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de la Rosa: Sauber won't replicate Brawn GP

F1 returnee Pedro de la Rosa reveals that he is aiming for consistency and 'solid points' in 2010 - and plays down suggestions that off the back of strong pre-season testing form, independent outfit Sauber can surprise the grandee teams like Brawn GP did twelve months ago
Grand prix returnee Pedro de la Rosa has rubbished suggestions that Sauber could be set to 'do a Brawn GP' and come out of the starting blocks and surprise everyone in F1 2010 – as he instead eyes merely consistent, 'solid points' and underlines that 'before you dream you have to work'.

The former BMW operation – which reverted to 'independent' status following the departure of its parent company at the end of the 2009 campaign, though which continues to officially carry the Bavarian manufacturer's name – has been one of the unexpected front-runners during pre-season testing come rain or shine at Valencia, Jerez de la Frontera and Barcelona, in the hands of both veteran de la Rosa and highly-rated young rookie team-mate Kamui Kobayashi.

For a team that faced wholesale shutdown only a matter of months ago in the wake of BMW's withdrawal, that is pretty impressive going, and the Ferrari-powered C29 is clearly a neat and competitive package. de la Rosa, though, cautions against trying to run before Sauber has even proven that it can walk in its new era.

“Before you dream you have to work, I always say,” the Spaniard – who last competed in a grand prix for McLaren-Mercedes back in 2006, and last raced full-time in the top flight a staggering eight years ago – told GPUpdate. “I want to score points. I'm not going to go crazy – I want to be a solid points-scorer and that's what my aim is. My dream? I know what it is, but I'll keep it to myself, otherwise you'll maybe call me a dreamer at the end of the year and I don't want that!”

The second-oldest man in the current field at 39 – behind only fellow comeback star Michael Schumacher at Mercedes Grand Prix – de la Rosa is palpably excited to have rejoined the fray, though he fears Sauber's 'underdog' status will only be exacerbated this year, with fewer opportunities to pull off David vs. Goliath-esque performances than was the case with the raft of regulation upheavals this time twelve months ago.

“I think one thing we have to make clear is that we are under technical regulations which have been exploited to the maximum already, so there are no new double-diffusers or anything like that,” the Barcelona native stressed. “Everyone has one and knows what to expect from the aerodynamics, so I don't think there will be miracles.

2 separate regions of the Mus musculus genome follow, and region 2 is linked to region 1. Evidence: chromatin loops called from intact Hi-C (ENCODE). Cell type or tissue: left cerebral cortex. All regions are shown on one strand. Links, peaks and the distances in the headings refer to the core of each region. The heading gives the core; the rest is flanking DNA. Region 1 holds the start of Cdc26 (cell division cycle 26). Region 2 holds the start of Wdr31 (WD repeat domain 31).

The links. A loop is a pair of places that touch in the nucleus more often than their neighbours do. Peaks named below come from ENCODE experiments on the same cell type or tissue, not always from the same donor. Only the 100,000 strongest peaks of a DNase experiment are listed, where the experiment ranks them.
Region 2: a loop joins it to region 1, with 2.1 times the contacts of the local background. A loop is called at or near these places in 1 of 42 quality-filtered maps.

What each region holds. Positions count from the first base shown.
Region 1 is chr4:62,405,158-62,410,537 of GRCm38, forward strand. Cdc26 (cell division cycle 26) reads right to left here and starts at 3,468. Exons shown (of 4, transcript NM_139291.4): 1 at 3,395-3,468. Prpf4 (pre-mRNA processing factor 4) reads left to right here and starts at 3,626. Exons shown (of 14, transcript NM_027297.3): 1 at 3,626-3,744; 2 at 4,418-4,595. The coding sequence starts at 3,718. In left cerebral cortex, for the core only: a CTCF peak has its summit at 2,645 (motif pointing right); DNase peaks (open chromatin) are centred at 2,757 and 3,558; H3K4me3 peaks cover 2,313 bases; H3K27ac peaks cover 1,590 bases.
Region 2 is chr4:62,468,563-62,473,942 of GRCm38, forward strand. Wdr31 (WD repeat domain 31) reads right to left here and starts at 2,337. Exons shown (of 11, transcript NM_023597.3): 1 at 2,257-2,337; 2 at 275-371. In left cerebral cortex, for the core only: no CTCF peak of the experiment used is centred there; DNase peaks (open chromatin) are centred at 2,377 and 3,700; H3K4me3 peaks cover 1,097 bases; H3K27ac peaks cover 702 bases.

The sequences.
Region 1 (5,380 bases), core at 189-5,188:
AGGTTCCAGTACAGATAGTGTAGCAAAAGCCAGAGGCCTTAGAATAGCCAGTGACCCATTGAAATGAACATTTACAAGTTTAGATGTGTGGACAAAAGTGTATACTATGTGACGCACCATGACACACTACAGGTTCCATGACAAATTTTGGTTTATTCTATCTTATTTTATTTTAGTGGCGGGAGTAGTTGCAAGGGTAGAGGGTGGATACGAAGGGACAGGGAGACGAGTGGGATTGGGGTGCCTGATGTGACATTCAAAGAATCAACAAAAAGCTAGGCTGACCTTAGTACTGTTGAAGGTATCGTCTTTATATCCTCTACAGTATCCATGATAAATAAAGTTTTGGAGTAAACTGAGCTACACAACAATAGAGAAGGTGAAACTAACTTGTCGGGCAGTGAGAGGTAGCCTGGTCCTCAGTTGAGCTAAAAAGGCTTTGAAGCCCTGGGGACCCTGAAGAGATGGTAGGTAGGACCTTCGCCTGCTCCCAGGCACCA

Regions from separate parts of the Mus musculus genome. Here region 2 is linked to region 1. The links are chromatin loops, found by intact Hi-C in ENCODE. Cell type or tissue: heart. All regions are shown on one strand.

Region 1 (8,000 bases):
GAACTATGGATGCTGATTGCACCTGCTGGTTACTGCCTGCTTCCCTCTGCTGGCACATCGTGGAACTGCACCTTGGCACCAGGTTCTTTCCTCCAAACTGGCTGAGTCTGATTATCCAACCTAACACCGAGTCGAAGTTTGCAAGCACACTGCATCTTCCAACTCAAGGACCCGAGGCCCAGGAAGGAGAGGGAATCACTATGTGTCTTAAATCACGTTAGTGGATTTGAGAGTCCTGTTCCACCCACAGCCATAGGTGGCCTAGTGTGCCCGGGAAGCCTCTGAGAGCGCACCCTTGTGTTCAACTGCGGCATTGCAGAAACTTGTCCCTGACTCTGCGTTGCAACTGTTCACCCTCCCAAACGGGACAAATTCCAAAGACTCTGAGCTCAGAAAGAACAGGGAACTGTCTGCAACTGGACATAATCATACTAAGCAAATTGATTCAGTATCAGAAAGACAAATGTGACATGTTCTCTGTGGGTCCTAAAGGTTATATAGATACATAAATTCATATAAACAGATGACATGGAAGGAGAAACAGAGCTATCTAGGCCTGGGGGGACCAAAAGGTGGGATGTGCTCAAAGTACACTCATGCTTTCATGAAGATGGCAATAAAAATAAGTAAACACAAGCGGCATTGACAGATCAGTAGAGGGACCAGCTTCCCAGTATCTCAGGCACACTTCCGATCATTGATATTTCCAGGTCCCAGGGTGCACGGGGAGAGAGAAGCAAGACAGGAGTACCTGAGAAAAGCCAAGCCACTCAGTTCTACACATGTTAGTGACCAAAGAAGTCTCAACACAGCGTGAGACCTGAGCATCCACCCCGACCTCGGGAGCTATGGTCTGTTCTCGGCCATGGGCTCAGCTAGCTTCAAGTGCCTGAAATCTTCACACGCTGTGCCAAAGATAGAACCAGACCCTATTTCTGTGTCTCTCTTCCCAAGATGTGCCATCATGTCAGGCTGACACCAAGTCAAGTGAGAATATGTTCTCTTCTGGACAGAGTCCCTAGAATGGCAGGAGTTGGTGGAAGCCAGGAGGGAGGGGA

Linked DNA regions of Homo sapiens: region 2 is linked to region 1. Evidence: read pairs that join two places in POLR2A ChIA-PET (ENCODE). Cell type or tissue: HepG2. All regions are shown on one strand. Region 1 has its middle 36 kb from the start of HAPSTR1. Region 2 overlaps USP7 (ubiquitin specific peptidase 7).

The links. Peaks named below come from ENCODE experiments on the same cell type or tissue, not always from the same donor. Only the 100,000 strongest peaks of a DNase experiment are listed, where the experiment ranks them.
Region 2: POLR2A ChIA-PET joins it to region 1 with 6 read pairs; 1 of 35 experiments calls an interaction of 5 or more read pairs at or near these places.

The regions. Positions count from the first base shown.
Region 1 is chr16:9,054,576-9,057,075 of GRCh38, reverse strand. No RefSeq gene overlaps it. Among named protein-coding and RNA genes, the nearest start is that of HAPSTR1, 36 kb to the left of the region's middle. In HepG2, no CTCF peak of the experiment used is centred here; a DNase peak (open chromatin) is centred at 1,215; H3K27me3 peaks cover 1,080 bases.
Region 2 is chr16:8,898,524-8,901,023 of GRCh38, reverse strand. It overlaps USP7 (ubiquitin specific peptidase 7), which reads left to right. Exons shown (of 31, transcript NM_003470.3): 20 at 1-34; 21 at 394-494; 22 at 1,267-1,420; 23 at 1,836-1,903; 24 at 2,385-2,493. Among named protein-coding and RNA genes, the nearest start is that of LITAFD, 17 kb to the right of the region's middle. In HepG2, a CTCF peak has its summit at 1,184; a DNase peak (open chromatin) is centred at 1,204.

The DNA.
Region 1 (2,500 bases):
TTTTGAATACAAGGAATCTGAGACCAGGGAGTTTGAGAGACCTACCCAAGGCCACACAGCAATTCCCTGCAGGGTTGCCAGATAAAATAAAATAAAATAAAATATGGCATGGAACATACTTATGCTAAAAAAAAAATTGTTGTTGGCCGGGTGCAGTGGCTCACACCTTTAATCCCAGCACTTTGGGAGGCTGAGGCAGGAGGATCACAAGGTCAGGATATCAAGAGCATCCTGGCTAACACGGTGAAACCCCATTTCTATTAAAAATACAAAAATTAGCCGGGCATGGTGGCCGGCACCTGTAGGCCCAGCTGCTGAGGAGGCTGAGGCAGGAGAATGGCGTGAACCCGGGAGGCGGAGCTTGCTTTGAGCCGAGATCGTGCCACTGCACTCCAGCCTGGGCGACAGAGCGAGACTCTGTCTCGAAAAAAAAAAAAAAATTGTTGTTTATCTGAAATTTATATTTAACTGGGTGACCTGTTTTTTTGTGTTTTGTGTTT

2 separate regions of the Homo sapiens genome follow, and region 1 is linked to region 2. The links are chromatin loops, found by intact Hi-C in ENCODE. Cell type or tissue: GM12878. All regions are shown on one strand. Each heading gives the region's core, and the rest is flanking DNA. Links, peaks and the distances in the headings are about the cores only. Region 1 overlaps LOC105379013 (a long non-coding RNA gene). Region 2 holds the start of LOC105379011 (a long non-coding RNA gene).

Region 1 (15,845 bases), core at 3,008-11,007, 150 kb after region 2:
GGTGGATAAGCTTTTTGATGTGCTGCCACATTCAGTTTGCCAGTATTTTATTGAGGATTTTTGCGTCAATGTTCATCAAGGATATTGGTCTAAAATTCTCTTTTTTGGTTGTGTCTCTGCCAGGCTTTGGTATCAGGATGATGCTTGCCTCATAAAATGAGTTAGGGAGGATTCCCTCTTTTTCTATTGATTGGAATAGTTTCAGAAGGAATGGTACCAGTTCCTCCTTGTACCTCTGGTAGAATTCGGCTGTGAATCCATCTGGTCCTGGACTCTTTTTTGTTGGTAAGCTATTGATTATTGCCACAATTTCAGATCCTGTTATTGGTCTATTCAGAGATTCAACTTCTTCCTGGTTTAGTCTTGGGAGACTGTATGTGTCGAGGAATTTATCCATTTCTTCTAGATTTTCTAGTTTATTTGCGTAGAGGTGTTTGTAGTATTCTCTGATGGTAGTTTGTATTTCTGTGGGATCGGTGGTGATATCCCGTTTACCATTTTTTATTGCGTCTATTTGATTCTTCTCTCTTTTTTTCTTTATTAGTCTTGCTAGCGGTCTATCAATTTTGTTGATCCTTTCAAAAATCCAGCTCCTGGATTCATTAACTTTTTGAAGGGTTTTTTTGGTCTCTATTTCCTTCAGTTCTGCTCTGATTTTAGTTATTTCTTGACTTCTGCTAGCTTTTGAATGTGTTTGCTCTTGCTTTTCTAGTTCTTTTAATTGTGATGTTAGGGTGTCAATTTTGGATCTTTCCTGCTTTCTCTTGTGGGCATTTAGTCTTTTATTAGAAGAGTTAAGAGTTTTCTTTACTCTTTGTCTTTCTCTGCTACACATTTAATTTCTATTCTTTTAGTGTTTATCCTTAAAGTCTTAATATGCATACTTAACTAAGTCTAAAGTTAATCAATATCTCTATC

“It's a completely different season. We won't be Brawn GP. That team exploited the regulations better than anyone in a new area; now everyone knows the regulations very well, so I don't think we will see a Brawn GP again. The teams that work more and have more resources will dominate, that's how it will be – but we have very good people, that's clear to me.”

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Duncan Snowden - Unregistered

March 03, 2010 5:15 PM

I haven't seen anything to suggest they will. But what Brawn showed is that an unsponsored car at the start of the season doesn't necessarily mean a struggling, dying team. And I think Sauber could underline that point. Although they won't have come up with a Brawn-esque once-in-a-decade stroke of genius, like Brawn they still have the infrastructure of a manufacturer team behind them: BMW's data and computer systems, the Hinwil windtunnel, most of the people, etc. are all still there. Money may become a problem as the season progresses (or it may not) but what they have to work with right now is probably little different to what they'd have had if BMW had stayed. I expect them to be, well, Sauber: nothing spectacular, but nothing disastrous either.


March 04, 2010 10:46 AM

rob01, Brawn was already there at Honda for the whole year they developed last year's car, so the car was his responsibility. I think Ross Brawn is overrated, but at the same time, his job is to make teams win races and he managed to do just that more than enough, so regardless of whether or not he's personally responsible for the succes/is the genious people think he is, I think he deserves credit for doing his job well.

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